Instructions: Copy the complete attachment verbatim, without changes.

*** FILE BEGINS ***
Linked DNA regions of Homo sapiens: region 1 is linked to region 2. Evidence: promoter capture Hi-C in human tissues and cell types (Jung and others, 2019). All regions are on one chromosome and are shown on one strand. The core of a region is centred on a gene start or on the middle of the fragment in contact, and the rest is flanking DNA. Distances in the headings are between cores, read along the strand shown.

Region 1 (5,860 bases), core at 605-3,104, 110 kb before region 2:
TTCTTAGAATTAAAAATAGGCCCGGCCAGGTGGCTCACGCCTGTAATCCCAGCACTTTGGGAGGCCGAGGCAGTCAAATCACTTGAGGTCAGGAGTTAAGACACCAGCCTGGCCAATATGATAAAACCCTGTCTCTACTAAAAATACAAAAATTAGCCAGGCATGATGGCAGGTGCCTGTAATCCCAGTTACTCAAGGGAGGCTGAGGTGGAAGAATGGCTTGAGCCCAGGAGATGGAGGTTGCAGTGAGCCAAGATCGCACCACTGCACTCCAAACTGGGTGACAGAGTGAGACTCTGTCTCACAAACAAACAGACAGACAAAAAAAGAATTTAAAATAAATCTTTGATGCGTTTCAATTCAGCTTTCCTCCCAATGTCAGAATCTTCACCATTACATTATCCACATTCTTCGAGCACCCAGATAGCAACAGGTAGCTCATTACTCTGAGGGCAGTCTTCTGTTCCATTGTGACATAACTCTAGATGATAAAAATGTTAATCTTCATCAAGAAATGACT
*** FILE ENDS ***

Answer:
Linked DNA regions of Homo sapiens: region 1 is linked to region 2. Evidence: promoter capture Hi-C in human tissues and cell types (Jung and others, 2019). All regions are on one chromosome and are shown on one strand. The core of a region is centred on a gene start or on the middle of the fragment in contact, and the rest is flanking DNA. Distances in the headings are between cores, read along the strand shown.

Region 1 (5,860 bases), core at 605-3,104, 110 kb before region 2:
TTCTTAGAATTAAAAATAGGCCCGGCCAGGTGGCTCACGCCTGTAATCCCAGCACTTTGGGAGGCCGAGGCAGTCAAATCACTTGAGGTCAGGAGTTAAGACACCAGCCTGGCCAATATGATAAAACCCTGTCTCTACTAAAAATACAAAAATTAGCCAGGCATGATGGCAGGTGCCTGTAATCCCAGTTACTCAAGGGAGGCTGAGGTGGAAGAATGGCTTGAGCCCAGGAGATGGAGGTTGCAGTGAGCCAAGATCGCACCACTGCACTCCAAACTGGGTGACAGAGTGAGACTCTGTCTCACAAACAAACAGACAGACAAAAAAAGAATTTAAAATAAATCTTTGATGCGTTTCAATTCAGCTTTCCTCCCAATGTCAGAATCTTCACCATTACATTATCCACATTCTTCGAGCACCCAGATAGCAACAGGTAGCTCATTACTCTGAGGGCAGTCTTCTGTTCCATTGTGACATAACTCTAGATGATAAAAATGTTAATCTTCATCAAGAAATGACT